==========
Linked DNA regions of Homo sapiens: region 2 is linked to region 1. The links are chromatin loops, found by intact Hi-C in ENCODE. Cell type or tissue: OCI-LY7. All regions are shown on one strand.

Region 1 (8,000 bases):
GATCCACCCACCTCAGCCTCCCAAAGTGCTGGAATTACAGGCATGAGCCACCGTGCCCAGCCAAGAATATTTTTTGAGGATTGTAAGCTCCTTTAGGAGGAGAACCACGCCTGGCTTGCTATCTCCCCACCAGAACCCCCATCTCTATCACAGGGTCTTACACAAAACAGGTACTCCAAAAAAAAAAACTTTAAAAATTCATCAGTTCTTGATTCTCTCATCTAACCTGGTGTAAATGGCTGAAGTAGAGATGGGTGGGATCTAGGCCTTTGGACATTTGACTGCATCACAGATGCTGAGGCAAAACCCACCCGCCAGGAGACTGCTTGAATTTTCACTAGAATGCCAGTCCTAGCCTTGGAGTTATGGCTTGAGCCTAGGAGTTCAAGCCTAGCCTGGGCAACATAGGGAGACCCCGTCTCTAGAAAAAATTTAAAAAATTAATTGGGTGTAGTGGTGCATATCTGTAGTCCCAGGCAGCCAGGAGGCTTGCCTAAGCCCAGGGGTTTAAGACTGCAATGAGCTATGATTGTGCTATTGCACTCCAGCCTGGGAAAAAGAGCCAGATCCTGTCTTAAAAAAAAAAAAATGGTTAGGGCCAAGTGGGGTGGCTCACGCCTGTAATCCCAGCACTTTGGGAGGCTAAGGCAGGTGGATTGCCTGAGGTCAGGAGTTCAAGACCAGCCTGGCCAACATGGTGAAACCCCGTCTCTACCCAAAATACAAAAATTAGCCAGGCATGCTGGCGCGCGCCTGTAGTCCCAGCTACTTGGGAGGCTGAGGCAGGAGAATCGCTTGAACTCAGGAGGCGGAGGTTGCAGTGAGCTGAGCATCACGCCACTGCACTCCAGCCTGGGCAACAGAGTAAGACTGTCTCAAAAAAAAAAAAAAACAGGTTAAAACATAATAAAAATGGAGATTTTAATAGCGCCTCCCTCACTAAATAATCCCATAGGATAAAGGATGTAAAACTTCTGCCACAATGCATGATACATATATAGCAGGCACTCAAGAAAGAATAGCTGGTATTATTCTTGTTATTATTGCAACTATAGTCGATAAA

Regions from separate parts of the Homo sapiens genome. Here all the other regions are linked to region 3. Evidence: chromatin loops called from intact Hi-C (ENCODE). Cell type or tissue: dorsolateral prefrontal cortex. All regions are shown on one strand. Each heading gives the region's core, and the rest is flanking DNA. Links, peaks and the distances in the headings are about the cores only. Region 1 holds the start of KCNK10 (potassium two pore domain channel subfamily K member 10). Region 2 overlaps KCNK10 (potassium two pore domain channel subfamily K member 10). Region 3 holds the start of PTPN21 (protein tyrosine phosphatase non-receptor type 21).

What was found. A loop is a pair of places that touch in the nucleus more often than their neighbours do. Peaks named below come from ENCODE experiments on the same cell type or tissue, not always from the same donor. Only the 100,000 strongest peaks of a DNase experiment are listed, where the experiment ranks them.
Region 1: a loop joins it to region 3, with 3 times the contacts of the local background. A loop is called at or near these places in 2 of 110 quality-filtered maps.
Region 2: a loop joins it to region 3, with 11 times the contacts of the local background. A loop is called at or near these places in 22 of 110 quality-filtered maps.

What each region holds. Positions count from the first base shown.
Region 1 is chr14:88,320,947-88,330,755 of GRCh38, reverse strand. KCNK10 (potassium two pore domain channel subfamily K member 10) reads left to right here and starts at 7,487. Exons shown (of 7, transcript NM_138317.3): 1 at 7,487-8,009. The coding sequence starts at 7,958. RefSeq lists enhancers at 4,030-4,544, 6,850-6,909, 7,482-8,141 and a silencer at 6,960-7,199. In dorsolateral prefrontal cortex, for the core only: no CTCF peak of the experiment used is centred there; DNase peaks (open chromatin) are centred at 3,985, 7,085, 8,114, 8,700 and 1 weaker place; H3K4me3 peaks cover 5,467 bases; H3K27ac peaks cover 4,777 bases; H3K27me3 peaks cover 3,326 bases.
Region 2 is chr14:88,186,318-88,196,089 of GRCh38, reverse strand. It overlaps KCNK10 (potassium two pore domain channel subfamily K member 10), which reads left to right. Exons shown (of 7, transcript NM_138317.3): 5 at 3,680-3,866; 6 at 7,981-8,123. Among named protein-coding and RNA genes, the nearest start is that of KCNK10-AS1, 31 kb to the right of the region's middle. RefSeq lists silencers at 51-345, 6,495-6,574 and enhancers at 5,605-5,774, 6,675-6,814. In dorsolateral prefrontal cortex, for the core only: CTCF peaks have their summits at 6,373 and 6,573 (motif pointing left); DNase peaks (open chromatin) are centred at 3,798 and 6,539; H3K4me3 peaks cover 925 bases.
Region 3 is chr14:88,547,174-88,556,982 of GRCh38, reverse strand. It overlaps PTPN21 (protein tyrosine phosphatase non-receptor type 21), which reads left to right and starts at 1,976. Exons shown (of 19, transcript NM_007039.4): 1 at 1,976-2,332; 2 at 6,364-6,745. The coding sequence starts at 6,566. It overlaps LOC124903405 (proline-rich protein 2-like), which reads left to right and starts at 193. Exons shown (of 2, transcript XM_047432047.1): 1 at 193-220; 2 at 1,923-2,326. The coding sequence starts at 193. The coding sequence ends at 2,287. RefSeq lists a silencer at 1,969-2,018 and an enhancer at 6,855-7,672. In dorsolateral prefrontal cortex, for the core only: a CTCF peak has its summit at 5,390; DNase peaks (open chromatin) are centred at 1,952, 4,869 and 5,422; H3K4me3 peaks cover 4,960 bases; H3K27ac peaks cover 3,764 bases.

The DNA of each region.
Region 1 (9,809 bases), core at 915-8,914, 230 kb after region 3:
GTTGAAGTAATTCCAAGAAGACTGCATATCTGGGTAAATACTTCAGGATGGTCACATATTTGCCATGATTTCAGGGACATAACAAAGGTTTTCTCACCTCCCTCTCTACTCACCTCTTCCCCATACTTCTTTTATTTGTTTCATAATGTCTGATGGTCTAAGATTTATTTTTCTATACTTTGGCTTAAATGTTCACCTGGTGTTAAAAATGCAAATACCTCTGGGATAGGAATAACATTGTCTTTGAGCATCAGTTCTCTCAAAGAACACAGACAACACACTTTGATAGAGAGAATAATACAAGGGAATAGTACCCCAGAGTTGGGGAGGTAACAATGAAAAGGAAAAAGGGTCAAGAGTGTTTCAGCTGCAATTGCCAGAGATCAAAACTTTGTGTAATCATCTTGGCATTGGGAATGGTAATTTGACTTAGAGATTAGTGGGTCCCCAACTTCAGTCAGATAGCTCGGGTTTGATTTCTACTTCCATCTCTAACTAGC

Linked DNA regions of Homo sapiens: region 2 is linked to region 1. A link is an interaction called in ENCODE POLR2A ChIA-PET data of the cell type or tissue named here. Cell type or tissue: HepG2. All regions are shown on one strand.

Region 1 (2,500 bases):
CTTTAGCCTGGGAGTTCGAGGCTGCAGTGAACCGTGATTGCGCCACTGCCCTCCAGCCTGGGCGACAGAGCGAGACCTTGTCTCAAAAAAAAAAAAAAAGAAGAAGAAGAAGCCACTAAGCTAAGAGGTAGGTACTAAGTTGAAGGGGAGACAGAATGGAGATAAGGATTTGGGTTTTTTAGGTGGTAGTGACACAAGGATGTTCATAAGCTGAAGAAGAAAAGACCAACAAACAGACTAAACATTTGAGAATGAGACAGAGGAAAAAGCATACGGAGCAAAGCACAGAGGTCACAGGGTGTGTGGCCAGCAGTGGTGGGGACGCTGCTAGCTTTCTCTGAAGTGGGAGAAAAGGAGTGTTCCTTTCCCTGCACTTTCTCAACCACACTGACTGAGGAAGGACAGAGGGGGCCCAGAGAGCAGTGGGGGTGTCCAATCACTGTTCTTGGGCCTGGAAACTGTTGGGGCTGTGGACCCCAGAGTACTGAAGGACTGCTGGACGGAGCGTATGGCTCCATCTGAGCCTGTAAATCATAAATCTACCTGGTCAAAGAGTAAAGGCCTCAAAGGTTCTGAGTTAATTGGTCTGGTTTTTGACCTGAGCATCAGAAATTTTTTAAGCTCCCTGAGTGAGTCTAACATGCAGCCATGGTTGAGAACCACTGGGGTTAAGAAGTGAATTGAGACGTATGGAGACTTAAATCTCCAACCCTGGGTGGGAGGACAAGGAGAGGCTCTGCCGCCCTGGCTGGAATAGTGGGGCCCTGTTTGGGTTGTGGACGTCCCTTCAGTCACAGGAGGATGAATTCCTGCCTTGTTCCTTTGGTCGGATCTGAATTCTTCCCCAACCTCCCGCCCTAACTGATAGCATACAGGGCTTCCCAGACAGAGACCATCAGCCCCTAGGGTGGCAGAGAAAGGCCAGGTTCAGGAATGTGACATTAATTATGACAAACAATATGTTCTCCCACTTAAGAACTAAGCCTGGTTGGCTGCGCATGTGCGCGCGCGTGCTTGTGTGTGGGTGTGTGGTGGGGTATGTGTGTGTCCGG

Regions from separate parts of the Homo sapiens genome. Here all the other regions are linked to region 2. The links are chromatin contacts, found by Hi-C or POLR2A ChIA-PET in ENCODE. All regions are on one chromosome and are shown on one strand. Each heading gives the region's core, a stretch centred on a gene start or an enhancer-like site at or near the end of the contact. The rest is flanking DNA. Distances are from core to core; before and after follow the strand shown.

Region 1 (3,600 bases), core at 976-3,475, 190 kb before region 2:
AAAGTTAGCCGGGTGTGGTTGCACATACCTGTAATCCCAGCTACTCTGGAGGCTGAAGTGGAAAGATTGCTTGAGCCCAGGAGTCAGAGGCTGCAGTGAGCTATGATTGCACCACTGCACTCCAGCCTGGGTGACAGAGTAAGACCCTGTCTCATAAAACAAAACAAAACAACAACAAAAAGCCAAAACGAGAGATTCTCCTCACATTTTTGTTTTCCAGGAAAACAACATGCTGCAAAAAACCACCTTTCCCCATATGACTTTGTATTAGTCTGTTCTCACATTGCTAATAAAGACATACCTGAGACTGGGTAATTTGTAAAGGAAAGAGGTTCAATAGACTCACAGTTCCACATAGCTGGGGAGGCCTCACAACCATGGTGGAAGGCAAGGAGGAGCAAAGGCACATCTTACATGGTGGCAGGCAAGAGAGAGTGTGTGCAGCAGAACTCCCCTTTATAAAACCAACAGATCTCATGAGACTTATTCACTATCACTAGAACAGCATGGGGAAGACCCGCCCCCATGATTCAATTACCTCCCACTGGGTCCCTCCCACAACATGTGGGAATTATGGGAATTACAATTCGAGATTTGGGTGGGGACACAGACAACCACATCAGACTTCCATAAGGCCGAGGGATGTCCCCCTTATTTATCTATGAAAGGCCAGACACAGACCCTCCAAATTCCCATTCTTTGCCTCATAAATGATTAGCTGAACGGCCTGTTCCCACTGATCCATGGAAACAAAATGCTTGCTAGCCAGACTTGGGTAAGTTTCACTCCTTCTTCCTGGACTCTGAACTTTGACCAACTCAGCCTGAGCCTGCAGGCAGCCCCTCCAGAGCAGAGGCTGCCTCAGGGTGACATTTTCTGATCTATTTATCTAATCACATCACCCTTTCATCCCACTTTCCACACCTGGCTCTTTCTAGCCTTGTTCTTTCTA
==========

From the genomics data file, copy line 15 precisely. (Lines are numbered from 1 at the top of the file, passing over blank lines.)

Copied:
Linked DNA regions of Homo sapiens: region 2 is linked to region 1. A link is an interaction called in ENCODE POLR2A ChIA-PET data of the cell type or tissue named here. Cell type or tissue: HepG2. All regions are shown on one strand.